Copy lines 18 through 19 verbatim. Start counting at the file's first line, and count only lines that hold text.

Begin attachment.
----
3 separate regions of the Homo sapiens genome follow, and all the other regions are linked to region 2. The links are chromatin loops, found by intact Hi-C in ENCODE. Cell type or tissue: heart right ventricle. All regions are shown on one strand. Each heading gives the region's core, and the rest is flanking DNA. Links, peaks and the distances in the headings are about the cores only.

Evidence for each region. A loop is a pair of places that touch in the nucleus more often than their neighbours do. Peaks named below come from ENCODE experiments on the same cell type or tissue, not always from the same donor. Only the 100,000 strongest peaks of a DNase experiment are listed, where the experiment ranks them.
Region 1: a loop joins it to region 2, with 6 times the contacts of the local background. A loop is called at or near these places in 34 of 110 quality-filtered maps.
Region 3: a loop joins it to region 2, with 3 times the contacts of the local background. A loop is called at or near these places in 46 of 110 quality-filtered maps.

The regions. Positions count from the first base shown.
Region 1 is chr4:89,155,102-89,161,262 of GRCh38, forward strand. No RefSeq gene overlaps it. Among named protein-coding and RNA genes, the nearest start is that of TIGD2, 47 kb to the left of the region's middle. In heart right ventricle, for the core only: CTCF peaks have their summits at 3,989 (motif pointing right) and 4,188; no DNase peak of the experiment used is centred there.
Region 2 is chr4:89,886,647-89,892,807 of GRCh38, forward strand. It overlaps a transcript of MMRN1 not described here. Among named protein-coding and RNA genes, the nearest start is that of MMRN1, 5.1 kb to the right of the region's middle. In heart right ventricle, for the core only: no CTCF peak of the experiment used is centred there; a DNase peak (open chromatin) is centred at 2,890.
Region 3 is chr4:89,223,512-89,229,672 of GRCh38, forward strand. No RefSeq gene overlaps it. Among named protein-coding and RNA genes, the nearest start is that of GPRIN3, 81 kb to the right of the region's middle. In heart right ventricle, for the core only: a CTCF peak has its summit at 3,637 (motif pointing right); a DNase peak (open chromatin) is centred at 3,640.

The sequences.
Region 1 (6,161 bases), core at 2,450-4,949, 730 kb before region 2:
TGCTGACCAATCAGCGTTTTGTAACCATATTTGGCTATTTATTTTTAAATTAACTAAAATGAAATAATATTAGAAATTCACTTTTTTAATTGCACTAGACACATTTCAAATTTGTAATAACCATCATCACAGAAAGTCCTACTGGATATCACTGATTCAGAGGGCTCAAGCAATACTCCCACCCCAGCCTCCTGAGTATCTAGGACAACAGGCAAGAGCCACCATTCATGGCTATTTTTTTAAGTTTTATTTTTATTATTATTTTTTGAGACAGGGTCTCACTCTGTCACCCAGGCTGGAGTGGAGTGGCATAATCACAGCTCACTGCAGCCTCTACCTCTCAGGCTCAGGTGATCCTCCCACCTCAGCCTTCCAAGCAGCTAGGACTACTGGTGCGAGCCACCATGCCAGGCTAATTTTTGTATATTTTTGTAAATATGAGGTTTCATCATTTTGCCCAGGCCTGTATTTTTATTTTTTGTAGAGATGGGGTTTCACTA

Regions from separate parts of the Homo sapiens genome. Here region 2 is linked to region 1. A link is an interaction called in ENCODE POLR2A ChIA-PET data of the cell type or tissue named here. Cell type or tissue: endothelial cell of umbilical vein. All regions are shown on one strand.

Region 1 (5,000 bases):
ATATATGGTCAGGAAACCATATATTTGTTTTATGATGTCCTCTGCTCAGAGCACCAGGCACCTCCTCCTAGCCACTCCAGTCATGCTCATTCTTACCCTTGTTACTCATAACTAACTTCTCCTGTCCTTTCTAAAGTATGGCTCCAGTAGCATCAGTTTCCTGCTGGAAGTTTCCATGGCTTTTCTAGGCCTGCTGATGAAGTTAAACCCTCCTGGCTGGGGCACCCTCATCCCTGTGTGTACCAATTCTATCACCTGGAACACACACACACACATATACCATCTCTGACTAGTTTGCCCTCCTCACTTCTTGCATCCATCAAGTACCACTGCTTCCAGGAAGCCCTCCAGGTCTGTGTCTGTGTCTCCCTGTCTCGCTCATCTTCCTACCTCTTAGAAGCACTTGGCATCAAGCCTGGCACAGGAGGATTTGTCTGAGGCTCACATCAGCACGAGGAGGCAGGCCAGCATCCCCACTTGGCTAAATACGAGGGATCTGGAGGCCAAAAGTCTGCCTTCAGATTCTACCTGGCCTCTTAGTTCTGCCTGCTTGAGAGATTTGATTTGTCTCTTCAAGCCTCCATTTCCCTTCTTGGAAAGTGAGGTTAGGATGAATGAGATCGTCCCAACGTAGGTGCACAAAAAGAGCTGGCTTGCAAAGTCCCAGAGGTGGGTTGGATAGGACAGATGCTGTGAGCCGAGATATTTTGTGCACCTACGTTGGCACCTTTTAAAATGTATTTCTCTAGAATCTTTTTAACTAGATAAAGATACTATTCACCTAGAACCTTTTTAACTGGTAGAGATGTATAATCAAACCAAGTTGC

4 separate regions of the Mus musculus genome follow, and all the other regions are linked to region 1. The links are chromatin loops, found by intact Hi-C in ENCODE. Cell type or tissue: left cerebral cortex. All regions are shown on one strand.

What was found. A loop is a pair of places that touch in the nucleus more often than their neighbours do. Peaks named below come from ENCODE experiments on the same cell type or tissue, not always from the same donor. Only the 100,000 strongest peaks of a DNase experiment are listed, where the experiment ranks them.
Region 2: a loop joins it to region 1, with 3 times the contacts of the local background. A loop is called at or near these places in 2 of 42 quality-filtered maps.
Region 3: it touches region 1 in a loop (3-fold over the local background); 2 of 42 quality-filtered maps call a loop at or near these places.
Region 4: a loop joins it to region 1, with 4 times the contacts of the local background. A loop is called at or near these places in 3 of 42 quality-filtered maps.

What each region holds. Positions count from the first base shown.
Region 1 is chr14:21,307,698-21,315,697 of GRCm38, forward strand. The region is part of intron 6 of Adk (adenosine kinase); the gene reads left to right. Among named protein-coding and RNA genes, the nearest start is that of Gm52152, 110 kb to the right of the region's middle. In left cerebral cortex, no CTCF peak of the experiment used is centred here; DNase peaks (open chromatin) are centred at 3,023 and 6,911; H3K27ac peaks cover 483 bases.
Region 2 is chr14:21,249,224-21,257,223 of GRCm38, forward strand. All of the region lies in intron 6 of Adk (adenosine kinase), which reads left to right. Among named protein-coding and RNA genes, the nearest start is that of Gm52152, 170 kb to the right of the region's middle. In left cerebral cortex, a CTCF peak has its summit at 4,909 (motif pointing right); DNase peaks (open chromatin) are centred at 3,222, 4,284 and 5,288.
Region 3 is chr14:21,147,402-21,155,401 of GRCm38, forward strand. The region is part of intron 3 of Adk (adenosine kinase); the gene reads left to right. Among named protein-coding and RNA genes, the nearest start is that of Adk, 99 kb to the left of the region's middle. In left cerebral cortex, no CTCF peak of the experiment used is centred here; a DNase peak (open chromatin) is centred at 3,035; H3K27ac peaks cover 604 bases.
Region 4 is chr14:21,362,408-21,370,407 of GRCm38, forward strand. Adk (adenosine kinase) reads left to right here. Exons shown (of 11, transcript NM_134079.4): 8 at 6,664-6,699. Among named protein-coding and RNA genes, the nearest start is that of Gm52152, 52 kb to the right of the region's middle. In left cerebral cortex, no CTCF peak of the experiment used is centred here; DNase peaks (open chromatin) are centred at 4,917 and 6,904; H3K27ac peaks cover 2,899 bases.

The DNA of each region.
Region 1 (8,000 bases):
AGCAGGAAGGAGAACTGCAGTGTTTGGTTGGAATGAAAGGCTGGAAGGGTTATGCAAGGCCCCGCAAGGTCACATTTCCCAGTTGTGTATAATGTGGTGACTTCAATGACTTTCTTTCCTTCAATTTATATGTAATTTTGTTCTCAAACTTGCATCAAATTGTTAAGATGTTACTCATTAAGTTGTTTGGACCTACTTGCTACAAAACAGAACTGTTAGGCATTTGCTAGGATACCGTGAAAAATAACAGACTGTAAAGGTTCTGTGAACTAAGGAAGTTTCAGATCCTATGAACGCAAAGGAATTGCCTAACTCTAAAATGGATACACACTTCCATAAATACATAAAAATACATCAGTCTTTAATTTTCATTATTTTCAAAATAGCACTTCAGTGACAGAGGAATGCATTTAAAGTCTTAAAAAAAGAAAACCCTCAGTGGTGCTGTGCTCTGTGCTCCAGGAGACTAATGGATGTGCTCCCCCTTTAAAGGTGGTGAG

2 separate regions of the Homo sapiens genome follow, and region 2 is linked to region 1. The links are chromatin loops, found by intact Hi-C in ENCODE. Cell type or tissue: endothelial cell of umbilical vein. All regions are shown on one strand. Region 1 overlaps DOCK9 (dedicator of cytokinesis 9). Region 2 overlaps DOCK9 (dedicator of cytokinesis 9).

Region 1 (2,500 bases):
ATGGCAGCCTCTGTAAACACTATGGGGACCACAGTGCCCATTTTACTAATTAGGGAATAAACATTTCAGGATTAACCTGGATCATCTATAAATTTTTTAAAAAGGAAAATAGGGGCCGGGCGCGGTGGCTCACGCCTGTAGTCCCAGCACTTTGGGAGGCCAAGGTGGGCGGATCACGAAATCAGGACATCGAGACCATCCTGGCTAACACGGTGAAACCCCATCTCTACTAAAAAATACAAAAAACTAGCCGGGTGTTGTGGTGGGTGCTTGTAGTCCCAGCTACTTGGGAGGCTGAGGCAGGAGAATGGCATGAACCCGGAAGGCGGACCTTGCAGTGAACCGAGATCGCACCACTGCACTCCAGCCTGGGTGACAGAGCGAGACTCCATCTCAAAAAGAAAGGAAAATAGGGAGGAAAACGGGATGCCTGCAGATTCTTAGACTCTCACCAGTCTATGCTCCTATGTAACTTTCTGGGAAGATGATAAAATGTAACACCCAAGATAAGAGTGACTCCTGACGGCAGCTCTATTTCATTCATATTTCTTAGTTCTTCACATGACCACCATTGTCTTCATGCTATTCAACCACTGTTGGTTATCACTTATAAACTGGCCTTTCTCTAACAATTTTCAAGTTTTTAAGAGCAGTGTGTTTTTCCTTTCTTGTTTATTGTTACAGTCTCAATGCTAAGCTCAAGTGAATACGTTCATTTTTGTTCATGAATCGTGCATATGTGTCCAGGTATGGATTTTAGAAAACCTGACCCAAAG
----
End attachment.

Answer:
Region 3: it touches region 1 in a loop (3-fold over the local background); 2 of 42 quality-filtered maps call a loop at or near these places.
Region 4: a loop joins it to region 1, with 4 times the contacts of the local background. A loop is called at or near these places in 3 of 42 quality-filtered maps.